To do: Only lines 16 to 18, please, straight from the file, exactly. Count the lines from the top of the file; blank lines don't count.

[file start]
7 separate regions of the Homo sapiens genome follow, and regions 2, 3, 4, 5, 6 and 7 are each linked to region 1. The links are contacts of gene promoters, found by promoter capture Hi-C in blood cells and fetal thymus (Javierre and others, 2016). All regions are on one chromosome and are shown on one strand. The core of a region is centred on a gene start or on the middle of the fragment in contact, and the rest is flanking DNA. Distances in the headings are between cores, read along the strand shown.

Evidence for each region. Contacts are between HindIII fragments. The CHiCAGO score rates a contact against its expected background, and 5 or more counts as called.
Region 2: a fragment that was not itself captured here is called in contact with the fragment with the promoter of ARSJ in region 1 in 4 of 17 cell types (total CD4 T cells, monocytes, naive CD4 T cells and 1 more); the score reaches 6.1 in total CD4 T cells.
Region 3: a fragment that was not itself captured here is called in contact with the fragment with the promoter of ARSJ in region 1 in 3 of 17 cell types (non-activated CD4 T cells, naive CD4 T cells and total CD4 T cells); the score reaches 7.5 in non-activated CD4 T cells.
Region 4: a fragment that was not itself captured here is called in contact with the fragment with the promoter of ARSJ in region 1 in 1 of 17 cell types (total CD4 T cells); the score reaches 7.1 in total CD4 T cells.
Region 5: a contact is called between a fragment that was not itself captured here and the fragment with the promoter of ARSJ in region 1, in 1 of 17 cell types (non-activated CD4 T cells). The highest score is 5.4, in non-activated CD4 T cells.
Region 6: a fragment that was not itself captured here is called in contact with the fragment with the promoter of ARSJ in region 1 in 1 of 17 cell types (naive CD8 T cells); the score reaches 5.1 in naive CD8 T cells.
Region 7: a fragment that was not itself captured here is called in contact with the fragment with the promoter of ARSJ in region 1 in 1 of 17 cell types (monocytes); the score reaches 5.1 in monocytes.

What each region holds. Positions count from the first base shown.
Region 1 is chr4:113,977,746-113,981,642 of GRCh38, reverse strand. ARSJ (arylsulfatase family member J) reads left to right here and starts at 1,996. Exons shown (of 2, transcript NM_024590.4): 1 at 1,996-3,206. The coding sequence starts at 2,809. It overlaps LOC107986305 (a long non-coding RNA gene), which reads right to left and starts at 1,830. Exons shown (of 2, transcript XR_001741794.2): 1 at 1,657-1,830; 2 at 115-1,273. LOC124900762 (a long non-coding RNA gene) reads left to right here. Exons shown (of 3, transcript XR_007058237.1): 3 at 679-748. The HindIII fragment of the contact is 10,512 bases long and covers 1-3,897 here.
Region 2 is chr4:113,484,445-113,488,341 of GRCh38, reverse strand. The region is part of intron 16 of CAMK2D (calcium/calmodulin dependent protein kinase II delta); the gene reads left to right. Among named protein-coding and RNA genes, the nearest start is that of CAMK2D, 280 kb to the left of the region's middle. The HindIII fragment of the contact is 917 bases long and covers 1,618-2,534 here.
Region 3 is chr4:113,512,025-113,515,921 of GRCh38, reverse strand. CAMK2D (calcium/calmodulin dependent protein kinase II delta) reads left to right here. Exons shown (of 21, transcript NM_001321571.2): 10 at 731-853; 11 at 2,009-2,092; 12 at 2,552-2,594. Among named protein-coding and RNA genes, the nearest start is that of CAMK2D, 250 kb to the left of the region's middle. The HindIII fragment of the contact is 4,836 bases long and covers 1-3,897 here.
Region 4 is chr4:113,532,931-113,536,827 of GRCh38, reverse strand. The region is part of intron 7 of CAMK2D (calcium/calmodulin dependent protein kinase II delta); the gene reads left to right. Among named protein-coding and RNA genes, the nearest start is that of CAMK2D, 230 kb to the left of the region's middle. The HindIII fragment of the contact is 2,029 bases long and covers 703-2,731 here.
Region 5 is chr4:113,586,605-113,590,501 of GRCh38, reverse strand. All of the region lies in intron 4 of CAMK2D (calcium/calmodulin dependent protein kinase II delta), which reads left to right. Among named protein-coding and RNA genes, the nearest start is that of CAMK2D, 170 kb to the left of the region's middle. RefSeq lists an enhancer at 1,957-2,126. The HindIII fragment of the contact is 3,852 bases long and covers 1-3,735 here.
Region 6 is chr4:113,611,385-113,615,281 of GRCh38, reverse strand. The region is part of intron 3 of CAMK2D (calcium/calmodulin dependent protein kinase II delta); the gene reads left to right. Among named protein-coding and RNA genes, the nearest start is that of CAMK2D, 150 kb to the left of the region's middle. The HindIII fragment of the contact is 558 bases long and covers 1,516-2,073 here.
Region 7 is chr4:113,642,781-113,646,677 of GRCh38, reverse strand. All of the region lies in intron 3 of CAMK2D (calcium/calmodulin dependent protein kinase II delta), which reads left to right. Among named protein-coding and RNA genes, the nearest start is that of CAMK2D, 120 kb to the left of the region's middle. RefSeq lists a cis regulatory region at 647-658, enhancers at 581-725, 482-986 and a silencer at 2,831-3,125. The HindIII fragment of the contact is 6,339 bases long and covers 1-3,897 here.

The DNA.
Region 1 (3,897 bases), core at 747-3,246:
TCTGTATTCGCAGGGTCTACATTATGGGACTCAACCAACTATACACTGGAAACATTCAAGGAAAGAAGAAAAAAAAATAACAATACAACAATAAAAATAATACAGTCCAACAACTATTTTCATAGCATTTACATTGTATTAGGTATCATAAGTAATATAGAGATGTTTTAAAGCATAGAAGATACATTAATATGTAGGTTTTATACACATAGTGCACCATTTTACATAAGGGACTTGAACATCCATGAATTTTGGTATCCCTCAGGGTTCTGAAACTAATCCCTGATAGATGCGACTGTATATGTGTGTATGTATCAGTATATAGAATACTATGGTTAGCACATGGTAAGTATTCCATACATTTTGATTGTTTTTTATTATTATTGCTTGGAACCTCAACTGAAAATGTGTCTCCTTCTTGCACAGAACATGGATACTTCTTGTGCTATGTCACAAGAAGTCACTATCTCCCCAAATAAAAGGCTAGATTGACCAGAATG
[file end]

Region 7 is chr4:113,642,781-113,646,677 of GRCh38, reverse strand. All of the region lies in intron 3 of CAMK2D (calcium/calmodulin dependent protein kinase II delta), which reads left to right. Among named protein-coding and RNA genes, the nearest start is that of CAMK2D, 120 kb to the left of the region's middle. RefSeq lists a cis regulatory region at 647-658, enhancers at 581-725, 482-986 and a silencer at 2,831-3,125. The HindIII fragment of the contact is 6,339 bases long and covers 1-3,897 here.

The DNA.
Region 1 (3,897 bases), core at 747-3,246: